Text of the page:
- When he gets up repeatedly, I simply pick him up and put him back in bed. I explain to him with very short and sweet words that it is bed-time and he is to stay in bed. He is old enough now and understands enough that crying a bit is okay. I know the difference between his annoyed, disappointed cry, and his distressed, overwhelmed cry. If I do feel he is too distressed and overwhelmed, I will spend some more time with him, sitting on his bed and scratching his back to help him settle. Though, ultimately, I want him to learn to fall asleep when I am out of the room. So far we haven't had a night where he has become distressed. If we do, how he is handling the situation emotionally will come first, before getting him to sleep alone. Sometimes littles just need to be with their mamas.

Doing all of this ensured the transition from co-sleeping with his family to sleeping in his own bed in his own room is a peaceful one. It has been an (almost) tear-free journey, and although he is sleeping in a way to which he is completely new, it was hardly a bump on the road. You can hardly tell he's never slept alone before! We shared sleep with our sweet boy for three years, and I have no regrets. I never paid attention to the opinions of others when it comes to our children sleeping in our bed. We all knew when the time came for him to move to his own bed, and I'm glad we waited until he was ready.


  1. Good for you! These things do tend to work themselves out. I've coslept with two kids for a short time in a king sized bed. For us the key was keeping the older child on the other side of Dad always, so s/he couldn't roll onto the baby or flail/kick or whatever. We also had a toddler bed beside the big bed for awhile, which worked fine.

    Now we have a 2 year old in bed with her 7 year old sister, which works fine. It took her a couple of nights to adjust, and now she's fine with it.

    I often think about writing a blog post about our "Musical Beds". LOL Mine have always slept best with another warm body by their side.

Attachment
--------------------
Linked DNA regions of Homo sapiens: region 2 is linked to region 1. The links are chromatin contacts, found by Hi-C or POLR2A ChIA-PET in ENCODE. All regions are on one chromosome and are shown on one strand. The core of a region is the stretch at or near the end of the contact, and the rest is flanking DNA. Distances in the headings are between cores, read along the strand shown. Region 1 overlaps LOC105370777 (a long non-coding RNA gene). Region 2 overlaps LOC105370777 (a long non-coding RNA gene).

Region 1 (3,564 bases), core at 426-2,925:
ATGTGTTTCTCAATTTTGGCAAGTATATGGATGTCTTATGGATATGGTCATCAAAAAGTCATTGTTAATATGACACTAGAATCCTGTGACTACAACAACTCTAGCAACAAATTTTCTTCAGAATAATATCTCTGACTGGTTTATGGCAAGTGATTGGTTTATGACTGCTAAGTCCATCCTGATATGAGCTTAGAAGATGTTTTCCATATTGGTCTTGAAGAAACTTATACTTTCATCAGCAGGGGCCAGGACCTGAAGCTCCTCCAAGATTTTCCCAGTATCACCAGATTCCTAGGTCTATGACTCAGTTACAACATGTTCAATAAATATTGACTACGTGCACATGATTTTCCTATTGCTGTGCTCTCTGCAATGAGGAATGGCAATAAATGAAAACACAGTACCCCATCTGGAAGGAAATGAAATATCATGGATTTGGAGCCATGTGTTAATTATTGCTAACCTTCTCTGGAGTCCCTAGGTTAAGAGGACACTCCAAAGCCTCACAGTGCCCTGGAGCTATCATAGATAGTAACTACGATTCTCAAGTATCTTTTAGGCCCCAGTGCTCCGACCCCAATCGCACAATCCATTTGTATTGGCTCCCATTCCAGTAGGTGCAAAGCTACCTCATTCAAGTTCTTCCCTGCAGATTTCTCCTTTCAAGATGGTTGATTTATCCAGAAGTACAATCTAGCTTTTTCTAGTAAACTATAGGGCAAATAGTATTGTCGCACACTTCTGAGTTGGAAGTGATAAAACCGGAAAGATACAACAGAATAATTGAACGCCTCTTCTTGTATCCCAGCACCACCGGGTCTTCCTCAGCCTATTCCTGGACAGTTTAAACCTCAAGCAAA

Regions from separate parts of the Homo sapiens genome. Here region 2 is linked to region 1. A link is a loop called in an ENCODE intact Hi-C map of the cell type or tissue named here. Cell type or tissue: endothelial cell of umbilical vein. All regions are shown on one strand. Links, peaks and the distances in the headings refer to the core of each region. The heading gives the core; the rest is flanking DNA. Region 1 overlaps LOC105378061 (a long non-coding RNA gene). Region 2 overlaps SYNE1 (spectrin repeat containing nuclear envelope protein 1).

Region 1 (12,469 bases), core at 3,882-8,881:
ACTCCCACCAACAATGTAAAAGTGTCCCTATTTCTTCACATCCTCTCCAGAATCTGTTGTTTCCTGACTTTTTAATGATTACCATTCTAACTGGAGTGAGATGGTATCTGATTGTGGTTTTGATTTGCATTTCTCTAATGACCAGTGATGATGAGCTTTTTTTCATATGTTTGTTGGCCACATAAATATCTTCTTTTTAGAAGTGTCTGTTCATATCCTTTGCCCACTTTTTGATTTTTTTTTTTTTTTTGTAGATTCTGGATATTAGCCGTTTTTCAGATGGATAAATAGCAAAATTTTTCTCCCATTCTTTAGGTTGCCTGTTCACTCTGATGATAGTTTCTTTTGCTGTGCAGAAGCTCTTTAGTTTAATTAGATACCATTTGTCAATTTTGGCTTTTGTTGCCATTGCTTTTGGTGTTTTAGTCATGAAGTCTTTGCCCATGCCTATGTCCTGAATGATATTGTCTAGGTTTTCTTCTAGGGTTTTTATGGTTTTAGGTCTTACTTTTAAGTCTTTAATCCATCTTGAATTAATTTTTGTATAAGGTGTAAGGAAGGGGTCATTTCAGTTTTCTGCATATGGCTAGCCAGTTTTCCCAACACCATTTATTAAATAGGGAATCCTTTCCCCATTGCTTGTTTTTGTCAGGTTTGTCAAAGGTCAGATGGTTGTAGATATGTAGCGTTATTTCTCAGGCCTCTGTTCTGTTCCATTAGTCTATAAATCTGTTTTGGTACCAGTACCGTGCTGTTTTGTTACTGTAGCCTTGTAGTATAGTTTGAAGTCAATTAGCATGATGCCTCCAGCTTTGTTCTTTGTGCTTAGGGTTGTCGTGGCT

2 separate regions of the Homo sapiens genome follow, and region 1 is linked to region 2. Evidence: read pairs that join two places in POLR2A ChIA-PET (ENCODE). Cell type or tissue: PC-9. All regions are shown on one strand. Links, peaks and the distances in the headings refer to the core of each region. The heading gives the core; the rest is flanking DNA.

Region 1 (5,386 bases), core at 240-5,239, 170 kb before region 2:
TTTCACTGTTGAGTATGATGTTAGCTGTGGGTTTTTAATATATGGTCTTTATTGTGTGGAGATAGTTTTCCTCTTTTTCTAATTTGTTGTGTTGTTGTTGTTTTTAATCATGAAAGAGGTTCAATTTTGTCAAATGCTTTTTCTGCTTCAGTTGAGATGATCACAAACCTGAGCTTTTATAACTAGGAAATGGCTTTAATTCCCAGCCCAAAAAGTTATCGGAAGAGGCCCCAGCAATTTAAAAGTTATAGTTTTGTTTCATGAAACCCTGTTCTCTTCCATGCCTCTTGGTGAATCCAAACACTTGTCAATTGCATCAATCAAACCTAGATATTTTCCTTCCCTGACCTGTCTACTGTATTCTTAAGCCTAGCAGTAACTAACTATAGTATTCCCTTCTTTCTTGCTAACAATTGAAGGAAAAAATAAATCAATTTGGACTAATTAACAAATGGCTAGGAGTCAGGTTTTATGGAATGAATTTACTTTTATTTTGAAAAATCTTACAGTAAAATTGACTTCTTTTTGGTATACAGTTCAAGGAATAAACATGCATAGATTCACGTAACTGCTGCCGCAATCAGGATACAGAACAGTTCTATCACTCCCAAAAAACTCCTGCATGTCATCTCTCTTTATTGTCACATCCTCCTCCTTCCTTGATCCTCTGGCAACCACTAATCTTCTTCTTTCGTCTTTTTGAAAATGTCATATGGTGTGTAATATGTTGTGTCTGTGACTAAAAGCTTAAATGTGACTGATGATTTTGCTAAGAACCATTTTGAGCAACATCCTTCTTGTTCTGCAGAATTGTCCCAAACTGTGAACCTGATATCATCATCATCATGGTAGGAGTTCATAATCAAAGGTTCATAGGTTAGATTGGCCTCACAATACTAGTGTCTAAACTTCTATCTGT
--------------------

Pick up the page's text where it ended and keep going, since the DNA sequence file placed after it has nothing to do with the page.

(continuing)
2. It's funny that I "discovered" co-sleeping when AJ was a baby. He cried so much (very colicky) that it was exhausting trying to keep him in his own room, in a crib, every night. This was the mid-90's, and as far as I knew, NOBODY slept with their babies. But I discovered quite by accident, that by bringing him to bed and lying down to nurse, not only got him to sleep, but gave *me* my own much-needed sleep. We started co-sleeping before I even knew there was a name for it - and I was actually ashamed to even *tell* anyone because I thought it was so awful! Thankfully, it didn't take long for me to find Dr. Sears and learn that this new, awful habit was called "co-sleeping," that most of the world outside the US practiced it, and that it was actually a good thing.

    AJ transitioned to his new "big boy bed" when he was about 2 1/2. He did really well with it - I think because we bought him a "super cool" racecar bed, and he was ready for it. But he did come back to sleep with us after Sky was born. Just for fun, I wanted to link you to a little comment I wrote to a website 14 years ago, and it is still there to read: http://www.oocities.org/kidzarepeopletoo/bedtime.html Scroll down and read the entry titled "Sleep: What Works for Us". This was right after Sky was born, and of course, you were the 10yo I referred to. Do you remember those days? It's so cool that it's still up on this website available to read. :)